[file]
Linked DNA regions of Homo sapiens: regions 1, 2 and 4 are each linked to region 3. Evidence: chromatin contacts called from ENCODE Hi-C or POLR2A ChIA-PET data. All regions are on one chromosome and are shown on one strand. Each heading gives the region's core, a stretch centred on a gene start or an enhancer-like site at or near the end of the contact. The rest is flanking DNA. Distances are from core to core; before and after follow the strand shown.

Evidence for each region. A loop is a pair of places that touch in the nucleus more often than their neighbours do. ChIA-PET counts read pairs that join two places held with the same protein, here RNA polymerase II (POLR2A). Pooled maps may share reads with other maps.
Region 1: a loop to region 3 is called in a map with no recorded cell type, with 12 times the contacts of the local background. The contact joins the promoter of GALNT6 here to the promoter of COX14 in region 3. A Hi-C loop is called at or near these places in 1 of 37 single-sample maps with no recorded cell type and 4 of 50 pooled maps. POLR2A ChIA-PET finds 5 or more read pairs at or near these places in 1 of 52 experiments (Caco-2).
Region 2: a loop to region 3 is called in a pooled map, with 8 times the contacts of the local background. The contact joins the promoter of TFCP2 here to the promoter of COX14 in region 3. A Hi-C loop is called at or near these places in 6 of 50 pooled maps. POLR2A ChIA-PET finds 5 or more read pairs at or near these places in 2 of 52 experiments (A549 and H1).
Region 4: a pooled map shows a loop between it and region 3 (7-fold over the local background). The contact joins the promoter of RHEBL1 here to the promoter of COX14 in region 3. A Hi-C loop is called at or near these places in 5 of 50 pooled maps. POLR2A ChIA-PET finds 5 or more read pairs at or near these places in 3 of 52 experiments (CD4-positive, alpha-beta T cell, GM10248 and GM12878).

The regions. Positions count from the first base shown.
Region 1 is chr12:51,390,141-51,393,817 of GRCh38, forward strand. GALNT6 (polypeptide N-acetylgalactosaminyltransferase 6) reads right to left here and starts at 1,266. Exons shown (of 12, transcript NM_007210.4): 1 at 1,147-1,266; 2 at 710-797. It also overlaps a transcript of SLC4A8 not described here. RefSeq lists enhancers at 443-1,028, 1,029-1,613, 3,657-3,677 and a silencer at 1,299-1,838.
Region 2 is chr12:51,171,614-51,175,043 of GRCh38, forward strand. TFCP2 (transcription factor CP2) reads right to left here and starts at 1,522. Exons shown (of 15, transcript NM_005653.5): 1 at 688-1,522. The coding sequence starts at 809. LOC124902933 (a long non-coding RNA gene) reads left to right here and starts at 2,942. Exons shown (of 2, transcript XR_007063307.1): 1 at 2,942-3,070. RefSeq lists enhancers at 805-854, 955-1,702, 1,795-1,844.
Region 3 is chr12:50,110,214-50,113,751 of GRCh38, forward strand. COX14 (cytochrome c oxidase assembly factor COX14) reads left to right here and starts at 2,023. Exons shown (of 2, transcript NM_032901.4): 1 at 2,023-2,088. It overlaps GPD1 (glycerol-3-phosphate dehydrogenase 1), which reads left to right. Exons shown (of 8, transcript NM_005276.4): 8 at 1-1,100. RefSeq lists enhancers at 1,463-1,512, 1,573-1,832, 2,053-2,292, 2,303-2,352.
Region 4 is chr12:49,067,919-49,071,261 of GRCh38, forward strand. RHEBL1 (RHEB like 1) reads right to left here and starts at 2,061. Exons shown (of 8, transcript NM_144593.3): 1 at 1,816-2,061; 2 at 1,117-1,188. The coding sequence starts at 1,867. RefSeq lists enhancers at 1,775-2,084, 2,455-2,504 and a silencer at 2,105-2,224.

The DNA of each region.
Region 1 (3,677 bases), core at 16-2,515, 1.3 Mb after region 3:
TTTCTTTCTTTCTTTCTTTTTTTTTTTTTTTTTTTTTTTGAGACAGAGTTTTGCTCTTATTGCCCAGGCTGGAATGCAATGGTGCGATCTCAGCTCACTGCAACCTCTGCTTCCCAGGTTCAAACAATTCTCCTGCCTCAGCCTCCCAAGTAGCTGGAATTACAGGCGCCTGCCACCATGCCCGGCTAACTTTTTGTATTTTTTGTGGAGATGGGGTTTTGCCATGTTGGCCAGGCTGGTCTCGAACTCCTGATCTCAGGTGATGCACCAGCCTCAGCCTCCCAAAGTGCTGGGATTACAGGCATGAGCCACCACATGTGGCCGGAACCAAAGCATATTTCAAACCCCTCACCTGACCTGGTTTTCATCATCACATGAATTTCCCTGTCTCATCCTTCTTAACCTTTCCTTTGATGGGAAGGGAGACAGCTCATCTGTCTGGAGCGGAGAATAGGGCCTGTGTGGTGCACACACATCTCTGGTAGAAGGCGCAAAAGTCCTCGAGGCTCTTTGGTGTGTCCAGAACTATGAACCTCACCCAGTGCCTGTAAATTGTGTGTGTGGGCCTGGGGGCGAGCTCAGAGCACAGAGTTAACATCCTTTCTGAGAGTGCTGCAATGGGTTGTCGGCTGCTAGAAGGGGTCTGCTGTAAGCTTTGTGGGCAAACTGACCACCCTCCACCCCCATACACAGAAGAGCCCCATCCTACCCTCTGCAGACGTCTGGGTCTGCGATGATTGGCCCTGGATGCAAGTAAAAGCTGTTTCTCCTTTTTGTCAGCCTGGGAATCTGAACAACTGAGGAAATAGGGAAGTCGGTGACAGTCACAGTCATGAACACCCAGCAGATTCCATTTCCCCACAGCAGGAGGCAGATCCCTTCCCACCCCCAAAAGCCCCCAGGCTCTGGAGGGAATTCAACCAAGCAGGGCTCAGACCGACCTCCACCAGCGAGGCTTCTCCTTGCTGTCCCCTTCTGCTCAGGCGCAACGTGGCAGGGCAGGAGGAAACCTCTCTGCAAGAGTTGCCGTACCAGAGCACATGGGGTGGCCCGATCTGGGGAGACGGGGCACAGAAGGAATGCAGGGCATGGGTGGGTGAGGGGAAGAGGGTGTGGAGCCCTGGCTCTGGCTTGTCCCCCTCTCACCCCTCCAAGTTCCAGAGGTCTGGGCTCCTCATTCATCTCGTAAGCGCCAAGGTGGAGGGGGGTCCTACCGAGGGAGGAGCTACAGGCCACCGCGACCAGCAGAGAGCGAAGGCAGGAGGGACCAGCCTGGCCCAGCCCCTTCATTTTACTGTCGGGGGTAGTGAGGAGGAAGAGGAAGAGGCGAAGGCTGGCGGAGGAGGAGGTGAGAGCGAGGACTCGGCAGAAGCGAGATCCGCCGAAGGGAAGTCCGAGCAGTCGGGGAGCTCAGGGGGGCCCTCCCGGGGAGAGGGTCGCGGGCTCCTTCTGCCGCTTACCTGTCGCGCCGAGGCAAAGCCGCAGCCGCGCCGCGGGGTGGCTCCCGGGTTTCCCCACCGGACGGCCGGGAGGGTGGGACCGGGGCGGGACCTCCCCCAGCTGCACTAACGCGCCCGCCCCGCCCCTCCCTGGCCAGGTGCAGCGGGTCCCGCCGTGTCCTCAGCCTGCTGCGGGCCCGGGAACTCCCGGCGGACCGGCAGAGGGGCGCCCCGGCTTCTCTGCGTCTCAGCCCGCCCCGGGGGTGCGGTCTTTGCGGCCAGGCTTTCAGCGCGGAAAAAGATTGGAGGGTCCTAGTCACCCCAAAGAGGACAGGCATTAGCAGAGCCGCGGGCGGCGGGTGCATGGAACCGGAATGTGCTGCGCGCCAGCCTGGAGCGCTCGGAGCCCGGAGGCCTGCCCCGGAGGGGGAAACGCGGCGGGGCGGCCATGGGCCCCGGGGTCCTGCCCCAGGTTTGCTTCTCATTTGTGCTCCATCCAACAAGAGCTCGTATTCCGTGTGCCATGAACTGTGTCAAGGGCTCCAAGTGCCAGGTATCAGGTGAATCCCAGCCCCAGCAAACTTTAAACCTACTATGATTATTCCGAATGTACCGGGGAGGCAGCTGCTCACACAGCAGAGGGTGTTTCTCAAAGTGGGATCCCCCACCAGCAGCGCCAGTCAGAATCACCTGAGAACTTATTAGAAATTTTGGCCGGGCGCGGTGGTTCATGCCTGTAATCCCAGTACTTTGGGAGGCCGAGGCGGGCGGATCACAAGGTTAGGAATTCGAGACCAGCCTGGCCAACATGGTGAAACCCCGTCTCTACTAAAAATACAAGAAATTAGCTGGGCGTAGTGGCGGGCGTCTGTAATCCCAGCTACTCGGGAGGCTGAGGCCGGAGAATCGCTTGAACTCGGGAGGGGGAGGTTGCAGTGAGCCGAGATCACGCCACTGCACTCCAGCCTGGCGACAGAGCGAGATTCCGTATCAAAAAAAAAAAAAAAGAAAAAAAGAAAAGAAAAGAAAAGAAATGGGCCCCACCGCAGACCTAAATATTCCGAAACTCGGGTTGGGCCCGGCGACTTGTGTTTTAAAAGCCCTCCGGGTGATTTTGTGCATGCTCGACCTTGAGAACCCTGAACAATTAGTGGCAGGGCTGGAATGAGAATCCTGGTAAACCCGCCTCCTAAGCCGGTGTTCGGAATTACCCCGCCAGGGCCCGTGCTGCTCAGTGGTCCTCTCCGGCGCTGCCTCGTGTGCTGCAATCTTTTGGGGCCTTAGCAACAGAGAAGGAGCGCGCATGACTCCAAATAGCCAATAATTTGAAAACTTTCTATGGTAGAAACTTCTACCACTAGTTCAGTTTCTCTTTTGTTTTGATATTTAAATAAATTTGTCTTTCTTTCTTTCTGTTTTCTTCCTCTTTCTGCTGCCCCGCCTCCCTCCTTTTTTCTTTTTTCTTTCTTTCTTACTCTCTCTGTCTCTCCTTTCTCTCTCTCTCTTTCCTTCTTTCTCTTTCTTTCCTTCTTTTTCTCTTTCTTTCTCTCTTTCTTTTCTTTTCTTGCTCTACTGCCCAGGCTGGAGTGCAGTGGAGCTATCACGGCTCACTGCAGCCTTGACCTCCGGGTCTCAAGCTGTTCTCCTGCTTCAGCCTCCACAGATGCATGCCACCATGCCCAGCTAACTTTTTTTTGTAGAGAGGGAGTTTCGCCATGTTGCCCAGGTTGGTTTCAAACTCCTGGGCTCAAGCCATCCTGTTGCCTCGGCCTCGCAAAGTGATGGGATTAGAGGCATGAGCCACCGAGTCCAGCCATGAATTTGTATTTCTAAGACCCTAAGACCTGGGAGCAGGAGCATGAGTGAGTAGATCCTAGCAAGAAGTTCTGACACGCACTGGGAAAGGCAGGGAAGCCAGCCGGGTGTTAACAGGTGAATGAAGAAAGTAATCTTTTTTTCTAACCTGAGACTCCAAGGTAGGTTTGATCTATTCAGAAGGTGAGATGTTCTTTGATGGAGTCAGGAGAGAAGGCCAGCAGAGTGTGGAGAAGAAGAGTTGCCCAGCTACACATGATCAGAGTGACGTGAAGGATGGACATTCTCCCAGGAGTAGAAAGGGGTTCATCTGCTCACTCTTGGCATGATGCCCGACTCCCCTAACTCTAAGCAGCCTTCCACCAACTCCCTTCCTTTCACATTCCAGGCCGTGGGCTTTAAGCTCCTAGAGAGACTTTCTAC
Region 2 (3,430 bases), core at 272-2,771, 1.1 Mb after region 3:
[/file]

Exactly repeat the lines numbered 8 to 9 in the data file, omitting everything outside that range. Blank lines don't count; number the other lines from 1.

Region 2 is chr12:51,171,614-51,175,043 of GRCh38, forward strand. TFCP2 (transcription factor CP2) reads right to left here and starts at 1,522. Exons shown (of 15, transcript NM_005653.5): 1 at 688-1,522. The coding sequence starts at 809. LOC124902933 (a long non-coding RNA gene) reads left to right here and starts at 2,942. Exons shown (of 2, transcript XR_007063307.1): 1 at 2,942-3,070. RefSeq lists enhancers at 805-854, 955-1,702, 1,795-1,844.
Region 3 is chr12:50,110,214-50,113,751 of GRCh38, forward strand. COX14 (cytochrome c oxidase assembly factor COX14) reads left to right here and starts at 2,023. Exons shown (of 2, transcript NM_032901.4): 1 at 2,023-2,088. It overlaps GPD1 (glycerol-3-phosphate dehydrogenase 1), which reads left to right. Exons shown (of 8, transcript NM_005276.4): 8 at 1-1,100. RefSeq lists enhancers at 1,463-1,512, 1,573-1,832, 2,053-2,292, 2,303-2,352.